• SEP-IRAs: Self-employed individuals can take advantage of contributions to retirement plans to improve their tax standing. An individual with a SEP-IRA may be eligible to make a contribution of up to the lower of $54,000 ($55,000 in 2018), or 20% of net self-employment income. This can offset the ordinary income earned during the year, which will lower the overall tax bite. Self-employed individuals can also establish other types of plans, such as a Keogh Plan and defined benefit plans.
  • ROTH IRA Conversion: A Roth IRA allows tax-free growth of assets, tax-free distributions, and does not require minimum distributions each year upon reaching age 70-1/2. Consider converting a traditional IRA to a Roth IRA. Converting to a Roth IRA results in the converted amount of the traditional IRA being taxed as ordinary income in the conversion year. The converted amount is also considered part of your modified adjusted gross income when determining if you are subject to the net investment income tax. If the current proposed tax reform becomes law, consideration should be given to potentially lower tax rates in 2018.
  • ROTH IRA Re-Characterization: If you convert to a Roth IRA in 2017, you can re-characterize it back to a traditional IRA until October 15, 2018. This gives you time to monitor market conditions, and make a decision to undo the Roth conversion if the account value decreases significantly from the time of conversion, thereby avoiding the recognition of income tax based on the higher value of the account on the date the conversion was made. This flexibility can be enhanced further by segregating the Roth IRA into separate accounts invested in diversified portfolios of varying asset classes. If the current proposed tax reform becomes law, this opportunity will no longer be available for the 2018 tax year.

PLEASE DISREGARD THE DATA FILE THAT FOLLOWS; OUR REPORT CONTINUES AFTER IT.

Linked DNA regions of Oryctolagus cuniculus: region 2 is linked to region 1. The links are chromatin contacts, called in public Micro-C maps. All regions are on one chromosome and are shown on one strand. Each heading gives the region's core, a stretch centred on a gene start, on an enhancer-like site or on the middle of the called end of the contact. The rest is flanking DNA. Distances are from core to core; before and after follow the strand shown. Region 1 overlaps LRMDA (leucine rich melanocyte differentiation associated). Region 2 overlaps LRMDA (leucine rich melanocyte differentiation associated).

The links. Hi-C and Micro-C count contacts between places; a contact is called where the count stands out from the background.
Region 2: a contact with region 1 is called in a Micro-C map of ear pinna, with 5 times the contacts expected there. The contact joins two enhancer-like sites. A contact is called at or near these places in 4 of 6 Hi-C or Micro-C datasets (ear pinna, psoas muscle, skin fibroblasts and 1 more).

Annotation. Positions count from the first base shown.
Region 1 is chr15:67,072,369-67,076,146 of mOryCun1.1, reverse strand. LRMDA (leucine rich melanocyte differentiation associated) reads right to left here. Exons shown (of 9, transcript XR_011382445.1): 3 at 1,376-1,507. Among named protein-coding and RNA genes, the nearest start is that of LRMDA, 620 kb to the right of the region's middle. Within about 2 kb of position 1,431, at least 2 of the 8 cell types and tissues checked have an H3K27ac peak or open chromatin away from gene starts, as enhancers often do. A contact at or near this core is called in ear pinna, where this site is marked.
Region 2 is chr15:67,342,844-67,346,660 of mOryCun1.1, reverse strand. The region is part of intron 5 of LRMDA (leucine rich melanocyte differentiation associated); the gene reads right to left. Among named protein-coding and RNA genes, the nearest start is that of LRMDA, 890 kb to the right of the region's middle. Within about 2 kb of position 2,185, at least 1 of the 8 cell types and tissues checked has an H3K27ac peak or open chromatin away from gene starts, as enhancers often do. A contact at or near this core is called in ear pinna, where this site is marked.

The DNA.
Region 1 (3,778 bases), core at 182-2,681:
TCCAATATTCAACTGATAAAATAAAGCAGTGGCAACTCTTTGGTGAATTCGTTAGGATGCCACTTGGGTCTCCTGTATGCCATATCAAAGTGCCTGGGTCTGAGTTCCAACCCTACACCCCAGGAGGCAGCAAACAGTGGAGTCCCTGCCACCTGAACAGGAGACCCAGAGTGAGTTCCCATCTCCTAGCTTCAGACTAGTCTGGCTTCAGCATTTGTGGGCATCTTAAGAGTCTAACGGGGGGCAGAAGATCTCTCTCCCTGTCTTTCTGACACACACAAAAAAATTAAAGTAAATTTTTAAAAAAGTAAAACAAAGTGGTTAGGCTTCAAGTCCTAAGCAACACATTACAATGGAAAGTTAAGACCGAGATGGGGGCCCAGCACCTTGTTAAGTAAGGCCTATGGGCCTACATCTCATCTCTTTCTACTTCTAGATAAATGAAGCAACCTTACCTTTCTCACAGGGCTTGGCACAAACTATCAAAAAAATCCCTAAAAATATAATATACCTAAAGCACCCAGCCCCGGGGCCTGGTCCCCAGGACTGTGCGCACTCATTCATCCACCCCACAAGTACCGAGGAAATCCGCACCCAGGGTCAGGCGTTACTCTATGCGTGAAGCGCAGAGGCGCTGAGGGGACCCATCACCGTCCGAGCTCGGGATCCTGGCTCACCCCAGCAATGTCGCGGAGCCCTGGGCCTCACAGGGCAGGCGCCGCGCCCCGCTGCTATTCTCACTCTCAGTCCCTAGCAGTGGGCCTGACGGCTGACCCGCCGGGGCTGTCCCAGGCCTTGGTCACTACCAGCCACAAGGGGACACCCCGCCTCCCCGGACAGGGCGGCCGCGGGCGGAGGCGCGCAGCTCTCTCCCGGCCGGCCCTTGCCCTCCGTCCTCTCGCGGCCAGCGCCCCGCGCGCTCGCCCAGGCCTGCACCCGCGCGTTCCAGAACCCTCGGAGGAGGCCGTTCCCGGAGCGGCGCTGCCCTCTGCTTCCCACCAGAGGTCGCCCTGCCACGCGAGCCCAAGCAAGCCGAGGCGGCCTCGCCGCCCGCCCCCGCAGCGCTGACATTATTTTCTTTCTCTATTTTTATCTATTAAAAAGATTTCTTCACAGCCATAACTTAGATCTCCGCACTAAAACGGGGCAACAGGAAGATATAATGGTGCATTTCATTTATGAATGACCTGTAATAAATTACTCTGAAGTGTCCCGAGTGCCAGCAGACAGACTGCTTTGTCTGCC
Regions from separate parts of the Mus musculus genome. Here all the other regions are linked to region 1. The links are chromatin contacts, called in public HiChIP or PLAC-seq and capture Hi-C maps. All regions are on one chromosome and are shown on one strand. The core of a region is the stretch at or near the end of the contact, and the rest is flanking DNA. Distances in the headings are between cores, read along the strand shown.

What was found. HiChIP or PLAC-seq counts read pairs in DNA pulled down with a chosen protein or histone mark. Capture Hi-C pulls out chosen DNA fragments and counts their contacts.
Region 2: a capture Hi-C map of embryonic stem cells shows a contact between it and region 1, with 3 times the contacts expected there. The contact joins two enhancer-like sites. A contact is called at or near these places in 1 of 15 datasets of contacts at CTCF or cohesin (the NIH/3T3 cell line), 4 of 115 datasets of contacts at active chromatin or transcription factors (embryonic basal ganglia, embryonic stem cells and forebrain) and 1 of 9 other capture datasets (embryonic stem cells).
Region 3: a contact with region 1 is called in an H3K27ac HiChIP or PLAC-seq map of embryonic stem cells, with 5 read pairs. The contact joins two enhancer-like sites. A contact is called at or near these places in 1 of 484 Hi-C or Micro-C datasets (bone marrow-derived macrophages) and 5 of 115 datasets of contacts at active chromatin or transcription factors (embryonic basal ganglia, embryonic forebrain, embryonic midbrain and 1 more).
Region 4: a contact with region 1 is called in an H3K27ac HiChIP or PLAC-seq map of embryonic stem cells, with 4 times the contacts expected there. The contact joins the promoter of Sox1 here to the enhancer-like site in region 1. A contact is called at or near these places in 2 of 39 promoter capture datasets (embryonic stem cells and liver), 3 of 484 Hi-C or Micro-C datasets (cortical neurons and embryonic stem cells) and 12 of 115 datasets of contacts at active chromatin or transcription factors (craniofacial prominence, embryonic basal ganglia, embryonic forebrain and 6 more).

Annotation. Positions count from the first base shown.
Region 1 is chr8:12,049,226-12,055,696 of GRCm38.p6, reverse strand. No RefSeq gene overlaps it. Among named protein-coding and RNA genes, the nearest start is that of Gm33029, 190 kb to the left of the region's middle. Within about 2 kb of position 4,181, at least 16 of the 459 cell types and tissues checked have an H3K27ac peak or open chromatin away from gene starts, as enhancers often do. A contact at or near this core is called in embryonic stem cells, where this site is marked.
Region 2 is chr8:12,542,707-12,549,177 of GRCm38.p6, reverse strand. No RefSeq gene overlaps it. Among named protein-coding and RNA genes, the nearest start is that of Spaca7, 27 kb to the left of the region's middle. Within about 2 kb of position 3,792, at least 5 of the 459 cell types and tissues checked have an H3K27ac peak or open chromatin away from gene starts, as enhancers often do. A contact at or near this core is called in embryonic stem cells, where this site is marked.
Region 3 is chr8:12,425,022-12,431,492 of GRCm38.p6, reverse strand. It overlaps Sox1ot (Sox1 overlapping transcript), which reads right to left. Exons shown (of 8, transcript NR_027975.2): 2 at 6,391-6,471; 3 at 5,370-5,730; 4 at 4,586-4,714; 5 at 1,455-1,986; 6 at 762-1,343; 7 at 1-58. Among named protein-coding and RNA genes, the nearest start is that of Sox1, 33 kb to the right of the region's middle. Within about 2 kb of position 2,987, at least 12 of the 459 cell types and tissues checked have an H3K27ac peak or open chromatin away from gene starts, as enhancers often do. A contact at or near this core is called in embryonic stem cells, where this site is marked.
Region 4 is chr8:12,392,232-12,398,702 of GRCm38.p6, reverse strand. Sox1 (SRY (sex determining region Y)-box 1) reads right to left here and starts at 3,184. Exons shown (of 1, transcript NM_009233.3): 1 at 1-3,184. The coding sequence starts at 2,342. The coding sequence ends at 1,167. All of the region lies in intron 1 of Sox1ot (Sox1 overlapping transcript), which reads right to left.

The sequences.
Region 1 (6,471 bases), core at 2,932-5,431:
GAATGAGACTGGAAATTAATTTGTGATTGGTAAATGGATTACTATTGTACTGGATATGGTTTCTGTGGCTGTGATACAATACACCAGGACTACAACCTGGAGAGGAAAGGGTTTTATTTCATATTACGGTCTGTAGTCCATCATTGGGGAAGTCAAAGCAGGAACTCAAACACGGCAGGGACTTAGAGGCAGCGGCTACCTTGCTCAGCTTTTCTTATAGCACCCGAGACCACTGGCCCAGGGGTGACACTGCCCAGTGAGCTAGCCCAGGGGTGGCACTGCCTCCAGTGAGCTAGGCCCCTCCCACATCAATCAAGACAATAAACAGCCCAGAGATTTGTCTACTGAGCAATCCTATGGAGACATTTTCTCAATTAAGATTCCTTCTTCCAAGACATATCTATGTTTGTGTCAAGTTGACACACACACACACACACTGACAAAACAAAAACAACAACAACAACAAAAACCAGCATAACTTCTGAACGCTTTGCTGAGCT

• Establishment of Retirement Plan: Qualified retirement plans need to be established by December 31, 2017, although they can be funded in 2018. IRAs can be established and funded by April 15, 2018. Many people wait until the last minute to fund IRAs, usually around April 15th of the following year when tax returns are filed. Consider funding IRAs in January of each year so that the earnings will gain an extra 15 months or so of tax deferred earnings.